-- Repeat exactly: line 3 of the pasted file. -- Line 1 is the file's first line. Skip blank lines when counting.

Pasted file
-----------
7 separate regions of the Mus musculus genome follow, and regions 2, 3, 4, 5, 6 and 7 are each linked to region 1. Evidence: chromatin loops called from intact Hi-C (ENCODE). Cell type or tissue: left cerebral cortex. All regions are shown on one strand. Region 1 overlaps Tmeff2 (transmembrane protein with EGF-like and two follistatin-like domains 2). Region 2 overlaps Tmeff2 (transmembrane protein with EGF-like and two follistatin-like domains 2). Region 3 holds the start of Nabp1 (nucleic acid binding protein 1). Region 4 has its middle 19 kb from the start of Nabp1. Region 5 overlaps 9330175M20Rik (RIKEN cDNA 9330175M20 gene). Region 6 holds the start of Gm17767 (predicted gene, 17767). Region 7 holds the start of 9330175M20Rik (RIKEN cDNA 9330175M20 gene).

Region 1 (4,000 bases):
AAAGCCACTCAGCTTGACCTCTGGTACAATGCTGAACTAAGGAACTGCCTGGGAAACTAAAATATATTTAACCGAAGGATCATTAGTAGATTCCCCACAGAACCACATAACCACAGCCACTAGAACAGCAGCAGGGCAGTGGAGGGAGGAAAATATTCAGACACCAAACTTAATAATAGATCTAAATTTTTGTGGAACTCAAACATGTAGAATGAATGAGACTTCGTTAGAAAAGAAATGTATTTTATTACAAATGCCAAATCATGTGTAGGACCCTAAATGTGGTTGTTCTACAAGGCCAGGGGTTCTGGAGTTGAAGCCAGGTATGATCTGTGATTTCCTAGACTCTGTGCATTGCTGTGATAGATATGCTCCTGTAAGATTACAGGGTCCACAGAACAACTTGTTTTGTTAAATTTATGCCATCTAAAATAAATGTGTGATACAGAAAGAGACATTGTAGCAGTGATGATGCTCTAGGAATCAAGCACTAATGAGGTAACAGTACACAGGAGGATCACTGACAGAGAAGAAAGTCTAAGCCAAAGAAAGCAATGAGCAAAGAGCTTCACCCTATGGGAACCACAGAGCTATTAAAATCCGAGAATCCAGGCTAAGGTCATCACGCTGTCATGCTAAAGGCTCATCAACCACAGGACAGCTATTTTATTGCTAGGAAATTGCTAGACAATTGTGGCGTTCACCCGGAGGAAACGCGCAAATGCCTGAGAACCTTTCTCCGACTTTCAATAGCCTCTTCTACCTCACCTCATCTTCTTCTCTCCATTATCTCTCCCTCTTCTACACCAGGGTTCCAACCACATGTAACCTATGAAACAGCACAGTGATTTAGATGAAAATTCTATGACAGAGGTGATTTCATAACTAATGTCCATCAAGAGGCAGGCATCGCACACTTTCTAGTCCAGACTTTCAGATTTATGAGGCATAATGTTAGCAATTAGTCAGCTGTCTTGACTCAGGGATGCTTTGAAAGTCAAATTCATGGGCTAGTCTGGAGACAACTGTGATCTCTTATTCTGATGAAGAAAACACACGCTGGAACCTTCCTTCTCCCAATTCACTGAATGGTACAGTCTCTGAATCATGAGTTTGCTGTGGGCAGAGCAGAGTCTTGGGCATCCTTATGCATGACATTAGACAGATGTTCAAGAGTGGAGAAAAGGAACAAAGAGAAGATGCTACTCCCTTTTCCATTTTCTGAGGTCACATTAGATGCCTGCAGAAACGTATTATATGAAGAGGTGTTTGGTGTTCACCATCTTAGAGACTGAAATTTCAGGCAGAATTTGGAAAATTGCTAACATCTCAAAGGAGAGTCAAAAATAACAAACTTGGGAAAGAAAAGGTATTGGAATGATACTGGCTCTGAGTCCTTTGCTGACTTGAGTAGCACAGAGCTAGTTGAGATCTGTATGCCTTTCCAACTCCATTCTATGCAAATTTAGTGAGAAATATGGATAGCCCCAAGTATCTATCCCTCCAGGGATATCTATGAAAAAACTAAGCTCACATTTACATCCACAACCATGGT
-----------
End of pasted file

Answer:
AAAGCCACTCAGCTTGACCTCTGGTACAATGCTGAACTAAGGAACTGCCTGGGAAACTAAAATATATTTAACCGAAGGATCATTAGTAGATTCCCCACAGAACCACATAACCACAGCCACTAGAACAGCAGCAGGGCAGTGGAGGGAGGAAAATATTCAGACACCAAACTTAATAATAGATCTAAATTTTTGTGGAACTCAAACATGTAGAATGAATGAGACTTCGTTAGAAAAGAAATGTATTTTATTACAAATGCCAAATCATGTGTAGGACCCTAAATGTGGTTGTTCTACAAGGCCAGGGGTTCTGGAGTTGAAGCCAGGTATGATCTGTGATTTCCTAGACTCTGTGCATTGCTGTGATAGATATGCTCCTGTAAGATTACAGGGTCCACAGAACAACTTGTTTTGTTAAATTTATGCCATCTAAAATAAATGTGTGATACAGAAAGAGACATTGTAGCAGTGATGATGCTCTAGGAATCAAGCACTAATGAGGTAACAGTACACAGGAGGATCACTGACAGAGAAGAAAGTCTAAGCCAAAGAAAGCAATGAGCAAAGAGCTTCACCCTATGGGAACCACAGAGCTATTAAAATCCGAGAATCCAGGCTAAGGTCATCACGCTGTCATGCTAAAGGCTCATCAACCACAGGACAGCTATTTTATTGCTAGGAAATTGCTAGACAATTGTGGCGTTCACCCGGAGGAAACGCGCAAATGCCTGAGAACCTTTCTCCGACTTTCAATAGCCTCTTCTACCTCACCTCATCTTCTTCTCTCCATTATCTCTCCCTCTTCTACACCAGGGTTCCAACCACATGTAACCTATGAAACAGCACAGTGATTTAGATGAAAATTCTATGACAGAGGTGATTTCATAACTAATGTCCATCAAGAGGCAGGCATCGCACACTTTCTAGTCCAGACTTTCAGATTTATGAGGCATAATGTTAGCAATTAGTCAGCTGTCTTGACTCAGGGATGCTTTGAAAGTCAAATTCATGGGCTAGTCTGGAGACAACTGTGATCTCTTATTCTGATGAAGAAAACACACGCTGGAACCTTCCTTCTCCCAATTCACTGAATGGTACAGTCTCTGAATCATGAGTTTGCTGTGGGCAGAGCAGAGTCTTGGGCATCCTTATGCATGACATTAGACAGATGTTCAAGAGTGGAGAAAAGGAACAAAGAGAAGATGCTACTCCCTTTTCCATTTTCTGAGGTCACATTAGATGCCTGCAGAAACGTATTATATGAAGAGGTGTTTGGTGTTCACCATCTTAGAGACTGAAATTTCAGGCAGAATTTGGAAAATTGCTAACATCTCAAAGGAGAGTCAAAAATAACAAACTTGGGAAAGAAAAGGTATTGGAATGATACTGGCTCTGAGTCCTTTGCTGACTTGAGTAGCACAGAGCTAGTTGAGATCTGTATGCCTTTCCAACTCCATTCTATGCAAATTTAGTGAGAAATATGGATAGCCCCAAGTATCTATCCCTCCAGGGATATCTATGAAAAAACTAAGCTCACATTTACATCCACAACCATGGT